Tuesday, April 18, 2006

Dohok, Iraq - Part 5 of Michael Totten's trip to Iraqi Kurdistan

Entire post can be found here. Excerpt:
It's hard to convey what it's actually like meeting Iraqi Kurds. Fleshing
out the dialogue doesn't capture the feel of it. Americans and Kurds don't
just get along because we're temporary allies of convenience in the Middle
East. The connection is deeper and personal. Kurdish culture and American
culture might as well be from different planets. But somehow, oddly enough,
Kurds think much like Americans do. Let me rephrase that: Americans think
like the Kurds. We have similar values despite our extraordinarily different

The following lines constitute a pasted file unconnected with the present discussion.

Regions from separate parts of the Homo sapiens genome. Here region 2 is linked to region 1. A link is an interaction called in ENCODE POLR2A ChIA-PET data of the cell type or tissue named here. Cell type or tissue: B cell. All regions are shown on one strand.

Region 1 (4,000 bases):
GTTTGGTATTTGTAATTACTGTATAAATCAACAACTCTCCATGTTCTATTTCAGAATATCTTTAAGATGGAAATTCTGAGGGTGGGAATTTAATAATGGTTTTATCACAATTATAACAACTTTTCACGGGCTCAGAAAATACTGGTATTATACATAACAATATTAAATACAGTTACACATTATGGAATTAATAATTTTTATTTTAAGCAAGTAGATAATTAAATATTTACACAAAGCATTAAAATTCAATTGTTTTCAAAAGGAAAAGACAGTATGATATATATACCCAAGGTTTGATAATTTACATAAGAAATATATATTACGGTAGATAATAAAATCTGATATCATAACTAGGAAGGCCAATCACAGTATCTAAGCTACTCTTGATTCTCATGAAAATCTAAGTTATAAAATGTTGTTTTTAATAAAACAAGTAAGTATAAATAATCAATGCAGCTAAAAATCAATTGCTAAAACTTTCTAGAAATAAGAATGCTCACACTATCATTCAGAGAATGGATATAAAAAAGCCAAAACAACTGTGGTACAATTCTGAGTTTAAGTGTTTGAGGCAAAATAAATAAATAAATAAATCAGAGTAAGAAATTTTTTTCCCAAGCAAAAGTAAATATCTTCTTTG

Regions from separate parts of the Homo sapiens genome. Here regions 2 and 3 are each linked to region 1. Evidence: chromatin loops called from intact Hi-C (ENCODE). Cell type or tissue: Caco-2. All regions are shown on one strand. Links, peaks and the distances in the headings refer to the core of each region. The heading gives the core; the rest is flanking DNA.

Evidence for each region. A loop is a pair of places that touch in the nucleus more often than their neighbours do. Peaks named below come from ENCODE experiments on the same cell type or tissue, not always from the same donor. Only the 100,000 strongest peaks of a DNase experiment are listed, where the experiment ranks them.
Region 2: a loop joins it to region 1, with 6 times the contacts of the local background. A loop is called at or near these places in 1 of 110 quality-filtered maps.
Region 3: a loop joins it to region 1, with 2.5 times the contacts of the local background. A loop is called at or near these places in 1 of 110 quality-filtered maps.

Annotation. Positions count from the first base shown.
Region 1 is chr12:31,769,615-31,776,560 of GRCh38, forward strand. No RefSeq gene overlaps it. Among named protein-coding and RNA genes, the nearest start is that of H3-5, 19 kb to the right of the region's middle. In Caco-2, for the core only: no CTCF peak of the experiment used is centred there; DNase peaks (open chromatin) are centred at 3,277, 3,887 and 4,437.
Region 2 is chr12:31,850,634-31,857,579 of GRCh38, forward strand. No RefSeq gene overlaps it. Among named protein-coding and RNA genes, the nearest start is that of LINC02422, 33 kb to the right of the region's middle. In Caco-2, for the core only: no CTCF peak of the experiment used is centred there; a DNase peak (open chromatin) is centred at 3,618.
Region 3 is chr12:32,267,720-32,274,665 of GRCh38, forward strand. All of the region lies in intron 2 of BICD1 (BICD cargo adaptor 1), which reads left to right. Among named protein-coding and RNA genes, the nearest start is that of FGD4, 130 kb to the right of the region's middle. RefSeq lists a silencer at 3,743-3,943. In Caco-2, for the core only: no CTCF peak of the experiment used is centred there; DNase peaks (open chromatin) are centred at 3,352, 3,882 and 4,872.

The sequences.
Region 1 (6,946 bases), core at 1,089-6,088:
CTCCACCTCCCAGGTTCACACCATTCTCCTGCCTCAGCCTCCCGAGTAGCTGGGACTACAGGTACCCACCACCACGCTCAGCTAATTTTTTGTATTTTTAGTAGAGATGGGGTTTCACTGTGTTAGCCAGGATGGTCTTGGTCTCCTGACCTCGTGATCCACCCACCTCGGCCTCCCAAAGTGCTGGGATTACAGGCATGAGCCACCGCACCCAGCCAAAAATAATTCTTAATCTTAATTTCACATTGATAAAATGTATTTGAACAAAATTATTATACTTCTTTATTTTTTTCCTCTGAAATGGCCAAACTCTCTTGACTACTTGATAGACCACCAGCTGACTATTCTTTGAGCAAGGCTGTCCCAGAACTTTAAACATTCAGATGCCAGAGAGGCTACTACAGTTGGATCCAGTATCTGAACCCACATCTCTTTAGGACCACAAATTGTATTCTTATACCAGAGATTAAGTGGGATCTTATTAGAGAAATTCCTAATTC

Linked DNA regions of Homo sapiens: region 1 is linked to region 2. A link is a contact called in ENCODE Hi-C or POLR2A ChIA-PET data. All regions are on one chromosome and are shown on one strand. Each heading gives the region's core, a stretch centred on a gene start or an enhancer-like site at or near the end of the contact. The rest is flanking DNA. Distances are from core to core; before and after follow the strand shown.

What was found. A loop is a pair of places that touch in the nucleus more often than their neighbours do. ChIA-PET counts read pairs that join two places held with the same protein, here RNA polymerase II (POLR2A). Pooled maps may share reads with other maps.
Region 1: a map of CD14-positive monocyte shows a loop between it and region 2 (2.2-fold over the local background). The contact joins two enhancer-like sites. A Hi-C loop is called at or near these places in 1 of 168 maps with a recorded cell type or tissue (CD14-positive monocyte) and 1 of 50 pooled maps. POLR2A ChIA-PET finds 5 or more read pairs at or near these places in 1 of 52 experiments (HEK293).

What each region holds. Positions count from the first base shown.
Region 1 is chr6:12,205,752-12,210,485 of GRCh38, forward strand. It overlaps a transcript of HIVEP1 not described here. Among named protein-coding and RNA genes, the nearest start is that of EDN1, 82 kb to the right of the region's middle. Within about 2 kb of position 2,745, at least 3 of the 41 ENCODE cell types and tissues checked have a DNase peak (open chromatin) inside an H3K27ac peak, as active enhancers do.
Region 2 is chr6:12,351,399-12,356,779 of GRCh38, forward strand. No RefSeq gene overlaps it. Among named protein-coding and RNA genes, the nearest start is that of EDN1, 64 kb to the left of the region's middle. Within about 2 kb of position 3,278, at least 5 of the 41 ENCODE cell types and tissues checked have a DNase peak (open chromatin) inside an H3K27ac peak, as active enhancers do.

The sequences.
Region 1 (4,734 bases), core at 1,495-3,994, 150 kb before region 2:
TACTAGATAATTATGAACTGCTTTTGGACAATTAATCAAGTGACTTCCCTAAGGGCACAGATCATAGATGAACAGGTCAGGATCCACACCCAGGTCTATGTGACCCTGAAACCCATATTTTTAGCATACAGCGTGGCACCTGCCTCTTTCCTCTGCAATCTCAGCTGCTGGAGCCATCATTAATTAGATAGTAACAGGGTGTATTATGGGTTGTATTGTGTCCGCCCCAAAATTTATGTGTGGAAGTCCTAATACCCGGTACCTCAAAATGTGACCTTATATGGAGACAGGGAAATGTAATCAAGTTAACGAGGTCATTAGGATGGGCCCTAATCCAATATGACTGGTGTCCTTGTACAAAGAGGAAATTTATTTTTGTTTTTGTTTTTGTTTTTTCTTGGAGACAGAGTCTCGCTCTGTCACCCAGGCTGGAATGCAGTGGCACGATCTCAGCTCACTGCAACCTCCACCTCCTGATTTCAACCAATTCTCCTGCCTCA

cultural backgrounds. I find it easier to develop a rapport with Iraqi Kurds
than with people from any other country I have ever been to. It's instant,
powerful, and totally unexpected.
Michael Yon noticed something
a year ago.
Meetings with Iraqi Arabs sometimes seem more
like talking with the French. We are not enemies. But, generally speaking,
there is no real personal connection. At best, our collective personalities
just don’t seem to “click.” Yet by recognizing the sovereignty and
inevitability of each other, we manage to cooperate toward our common
interests, while not going to war when we disagree. But with the Kurds, like
the Poles or the Brits, there is an easy and audible click. We have mutual
goals, mutual enemies, and, also importantly, we actually like each

No comments: